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Ex vivo Re-vascularization in Porcine Liver Bioengineering - A Critical First Step Towards Effective Transplantation of Bioengineered Livers

Periodic Reporting for period 1 - Liver Bioengineering (Ex vivo Re-vascularization in Porcine Liver Bioengineering - A Critical First Step Towards Effective Transplantation of Bioengineered Livers)

Reporting period: 2015-08-01 to 2017-07-31

Liver transplantation is currently the only proven therapy to extend life of patients with terminal liver disease. Organ bioengineering and regenerative medicine are promising new technologies that can help reduce the burden of liver shortage by increasing the number of organs available for transplantation. However, current bioengineered livers lack a functional vascular network that can readily allow their transplantation into a living host. Previous studies by the candidate have shown successful decellularization of acellular liver scaffolds using endothelial cells and hepatic cells in a perfusion bioreactor, creating a vascularized human liver organoid. However, its vascular network was unable to maintain vascular patency under constant blood flow for long periods of time. Hence, better understanding of how experimental cell seeding conditions of porcine liver scaffolds influence their re-vascularization efficiency is critical to achieve sustainable vascular patency after transplantation. In order
to accomplish this, the impact of fluid flow pressure and the seeded cell number will be investigated in reendothelialization efficiency of an acellular porcine liver scaffold. Furthermore, bioreactor pre-conditioning with fluid flow pressure ramping and sequential cycles of vascular growth and maturation will be used to induce revascularization, maturation, and enhanced function to potentially increase vascular patency. Finally, revascularized liver scaffolds will be transplanted into 5-10Kg pigs and short and long-term vascular patency will be investigated. Hence, the long-term objective of this project is to create a functional re-vascularized porcine liver scaffold, a critical first step towards the effective transplantation of bioengineered livers.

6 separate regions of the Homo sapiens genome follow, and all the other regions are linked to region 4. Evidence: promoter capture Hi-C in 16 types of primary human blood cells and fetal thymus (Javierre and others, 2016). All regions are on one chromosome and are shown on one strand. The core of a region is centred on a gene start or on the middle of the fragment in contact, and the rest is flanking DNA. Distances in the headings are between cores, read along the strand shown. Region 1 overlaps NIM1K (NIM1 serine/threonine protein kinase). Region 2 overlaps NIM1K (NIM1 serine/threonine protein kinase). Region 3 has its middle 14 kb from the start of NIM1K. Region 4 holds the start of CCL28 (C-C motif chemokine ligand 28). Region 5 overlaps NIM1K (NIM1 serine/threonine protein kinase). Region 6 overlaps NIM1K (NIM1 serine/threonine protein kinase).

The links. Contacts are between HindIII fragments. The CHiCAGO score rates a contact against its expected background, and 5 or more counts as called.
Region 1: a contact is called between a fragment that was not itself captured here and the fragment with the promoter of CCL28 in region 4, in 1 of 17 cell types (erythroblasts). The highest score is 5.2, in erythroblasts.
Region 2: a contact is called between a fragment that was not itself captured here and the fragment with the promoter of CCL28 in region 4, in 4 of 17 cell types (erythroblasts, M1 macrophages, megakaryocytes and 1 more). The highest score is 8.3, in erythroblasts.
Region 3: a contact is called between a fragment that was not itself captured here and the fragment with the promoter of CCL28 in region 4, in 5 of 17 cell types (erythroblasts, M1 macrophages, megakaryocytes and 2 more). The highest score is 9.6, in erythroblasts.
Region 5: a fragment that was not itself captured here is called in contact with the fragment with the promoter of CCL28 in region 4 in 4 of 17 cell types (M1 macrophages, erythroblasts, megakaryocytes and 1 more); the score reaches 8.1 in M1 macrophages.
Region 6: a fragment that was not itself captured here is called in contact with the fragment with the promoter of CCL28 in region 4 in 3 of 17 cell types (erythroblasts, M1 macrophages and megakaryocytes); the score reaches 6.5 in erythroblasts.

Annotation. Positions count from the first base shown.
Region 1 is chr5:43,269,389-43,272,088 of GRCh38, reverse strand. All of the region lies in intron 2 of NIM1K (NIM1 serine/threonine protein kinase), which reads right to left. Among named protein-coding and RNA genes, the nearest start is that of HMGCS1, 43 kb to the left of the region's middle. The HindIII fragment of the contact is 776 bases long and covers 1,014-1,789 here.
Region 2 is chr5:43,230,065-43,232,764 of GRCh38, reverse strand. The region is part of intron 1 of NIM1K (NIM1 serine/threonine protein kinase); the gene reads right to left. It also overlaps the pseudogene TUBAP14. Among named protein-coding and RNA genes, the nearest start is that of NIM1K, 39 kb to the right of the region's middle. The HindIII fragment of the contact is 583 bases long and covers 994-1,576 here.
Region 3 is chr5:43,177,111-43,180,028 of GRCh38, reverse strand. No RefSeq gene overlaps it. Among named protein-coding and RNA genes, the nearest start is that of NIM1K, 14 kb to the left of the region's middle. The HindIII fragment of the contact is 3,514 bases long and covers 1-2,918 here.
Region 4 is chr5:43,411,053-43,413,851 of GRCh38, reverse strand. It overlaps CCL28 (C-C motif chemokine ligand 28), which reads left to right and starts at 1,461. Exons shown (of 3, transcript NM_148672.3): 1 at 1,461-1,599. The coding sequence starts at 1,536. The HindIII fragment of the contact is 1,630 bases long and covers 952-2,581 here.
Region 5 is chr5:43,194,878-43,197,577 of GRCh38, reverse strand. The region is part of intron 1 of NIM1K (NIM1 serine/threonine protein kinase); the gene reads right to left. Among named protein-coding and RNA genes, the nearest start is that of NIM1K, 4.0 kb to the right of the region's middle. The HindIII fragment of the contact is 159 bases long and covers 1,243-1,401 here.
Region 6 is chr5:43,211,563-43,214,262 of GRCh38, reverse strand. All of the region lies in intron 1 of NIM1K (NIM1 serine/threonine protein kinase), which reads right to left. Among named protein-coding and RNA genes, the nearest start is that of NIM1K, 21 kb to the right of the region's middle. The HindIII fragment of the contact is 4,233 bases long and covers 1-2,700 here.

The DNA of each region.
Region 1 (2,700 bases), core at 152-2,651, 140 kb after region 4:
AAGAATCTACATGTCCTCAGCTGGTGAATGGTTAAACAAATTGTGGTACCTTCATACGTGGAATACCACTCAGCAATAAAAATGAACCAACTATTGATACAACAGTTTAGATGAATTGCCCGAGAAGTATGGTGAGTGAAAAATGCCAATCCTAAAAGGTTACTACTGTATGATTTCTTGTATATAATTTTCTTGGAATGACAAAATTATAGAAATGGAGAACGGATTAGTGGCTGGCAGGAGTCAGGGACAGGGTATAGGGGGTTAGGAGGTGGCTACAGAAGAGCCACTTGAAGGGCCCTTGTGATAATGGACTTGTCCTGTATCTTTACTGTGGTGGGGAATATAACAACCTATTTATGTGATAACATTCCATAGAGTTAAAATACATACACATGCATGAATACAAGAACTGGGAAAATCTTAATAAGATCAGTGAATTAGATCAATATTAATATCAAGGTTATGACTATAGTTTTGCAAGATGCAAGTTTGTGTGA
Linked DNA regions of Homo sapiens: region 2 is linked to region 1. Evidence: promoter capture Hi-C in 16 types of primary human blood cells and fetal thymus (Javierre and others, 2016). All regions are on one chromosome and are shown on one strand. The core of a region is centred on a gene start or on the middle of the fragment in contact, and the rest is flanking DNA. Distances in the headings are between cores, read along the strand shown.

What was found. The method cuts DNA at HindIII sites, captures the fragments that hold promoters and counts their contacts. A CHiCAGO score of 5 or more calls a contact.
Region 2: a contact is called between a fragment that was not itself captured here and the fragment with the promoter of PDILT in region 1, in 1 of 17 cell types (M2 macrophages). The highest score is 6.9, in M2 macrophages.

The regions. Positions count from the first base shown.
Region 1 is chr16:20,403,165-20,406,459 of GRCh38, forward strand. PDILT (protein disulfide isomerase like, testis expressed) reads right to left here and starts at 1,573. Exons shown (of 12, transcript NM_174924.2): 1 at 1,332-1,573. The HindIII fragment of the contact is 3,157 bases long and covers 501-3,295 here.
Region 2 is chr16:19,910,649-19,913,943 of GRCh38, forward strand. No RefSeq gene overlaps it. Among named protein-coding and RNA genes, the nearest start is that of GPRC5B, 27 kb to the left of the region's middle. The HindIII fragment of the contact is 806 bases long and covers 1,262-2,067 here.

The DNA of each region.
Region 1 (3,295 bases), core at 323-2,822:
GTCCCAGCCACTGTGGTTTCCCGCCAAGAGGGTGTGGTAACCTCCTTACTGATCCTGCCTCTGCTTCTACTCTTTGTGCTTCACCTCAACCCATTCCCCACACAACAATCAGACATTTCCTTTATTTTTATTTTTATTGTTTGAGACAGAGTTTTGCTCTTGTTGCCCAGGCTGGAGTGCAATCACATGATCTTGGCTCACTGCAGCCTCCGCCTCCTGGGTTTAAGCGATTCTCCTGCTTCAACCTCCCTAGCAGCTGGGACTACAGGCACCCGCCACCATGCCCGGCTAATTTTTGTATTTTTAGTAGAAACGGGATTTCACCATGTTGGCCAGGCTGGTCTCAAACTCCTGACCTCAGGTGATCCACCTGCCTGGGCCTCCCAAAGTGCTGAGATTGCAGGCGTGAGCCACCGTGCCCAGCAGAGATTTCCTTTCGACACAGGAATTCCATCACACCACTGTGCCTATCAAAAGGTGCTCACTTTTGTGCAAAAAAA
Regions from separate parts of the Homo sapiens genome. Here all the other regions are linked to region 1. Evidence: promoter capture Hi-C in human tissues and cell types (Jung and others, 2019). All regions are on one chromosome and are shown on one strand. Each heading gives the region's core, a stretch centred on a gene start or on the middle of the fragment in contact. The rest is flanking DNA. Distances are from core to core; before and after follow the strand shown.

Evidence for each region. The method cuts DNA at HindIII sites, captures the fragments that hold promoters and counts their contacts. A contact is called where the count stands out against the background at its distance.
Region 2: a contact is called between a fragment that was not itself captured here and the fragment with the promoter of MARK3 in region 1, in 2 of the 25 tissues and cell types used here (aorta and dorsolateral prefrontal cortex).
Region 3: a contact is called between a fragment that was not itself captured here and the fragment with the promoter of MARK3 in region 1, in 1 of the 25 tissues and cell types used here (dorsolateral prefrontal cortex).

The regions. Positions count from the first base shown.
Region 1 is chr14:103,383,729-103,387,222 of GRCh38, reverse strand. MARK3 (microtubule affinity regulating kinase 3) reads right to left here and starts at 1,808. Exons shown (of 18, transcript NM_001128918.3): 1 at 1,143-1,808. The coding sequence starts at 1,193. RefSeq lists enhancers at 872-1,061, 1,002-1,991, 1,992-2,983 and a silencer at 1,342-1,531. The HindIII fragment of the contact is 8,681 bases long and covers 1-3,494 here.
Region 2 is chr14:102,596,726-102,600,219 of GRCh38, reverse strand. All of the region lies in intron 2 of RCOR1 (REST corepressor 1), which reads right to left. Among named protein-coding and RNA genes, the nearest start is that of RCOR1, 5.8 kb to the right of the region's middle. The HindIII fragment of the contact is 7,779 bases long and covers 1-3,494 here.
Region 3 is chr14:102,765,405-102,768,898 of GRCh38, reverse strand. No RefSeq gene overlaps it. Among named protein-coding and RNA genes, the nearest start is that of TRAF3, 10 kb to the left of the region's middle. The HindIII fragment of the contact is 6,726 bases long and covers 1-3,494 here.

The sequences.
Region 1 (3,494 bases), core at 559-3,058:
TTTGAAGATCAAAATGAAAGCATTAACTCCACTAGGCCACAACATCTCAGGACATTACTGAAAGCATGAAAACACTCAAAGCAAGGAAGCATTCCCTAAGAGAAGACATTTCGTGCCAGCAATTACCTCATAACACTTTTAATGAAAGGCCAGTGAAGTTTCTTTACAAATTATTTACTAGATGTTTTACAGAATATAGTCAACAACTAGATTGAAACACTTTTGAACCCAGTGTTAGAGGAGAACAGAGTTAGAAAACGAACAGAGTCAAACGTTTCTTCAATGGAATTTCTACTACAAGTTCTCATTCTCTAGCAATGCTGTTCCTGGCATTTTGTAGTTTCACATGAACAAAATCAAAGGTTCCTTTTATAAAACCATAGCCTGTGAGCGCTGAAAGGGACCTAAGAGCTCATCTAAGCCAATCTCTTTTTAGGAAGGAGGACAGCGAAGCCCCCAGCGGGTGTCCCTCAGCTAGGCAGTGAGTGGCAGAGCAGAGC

Main Results
From all the objectives proposed initially, we were able to address almost all of them throughout the period of the project. However, we have to recognize that the proposed objectives were a bit over-ambitious, considering the available time. In this regard, a third year would have been instrumental in concluding the outstanding work. Nevertheless, the completed goals are proving instrumental in the ongoing lab research.

One of the main points of this project was the evaluation of the revascularized liver scaffolds after transplantation into pigs. During the development of the animal model, we had several technical issues that led to high mortality and were only solved recently, in the past few months. Hence, only now we can proceed with the transplantation of these liver scaffolds and understand the effect of our in vitro manipulations on the outcome in vivo.

On a general note, I believe that the proposed goal of understanding the effects of flow pressure and cell number on scaffold revascularization was achieved with a great contribution to the efficiency which we generate revascularized organ scaffolds. Similarly, we now understand some of the mechanisms necessary to generate functional vessels in these matrices, by modulating cycles of cell growth and maturation. This might not be enough to completely fulfill our goal of generating transplantable liver scaffolds, but it is certainly a huge step towards it, since we are now capable of generating complex vascular networks in vitro.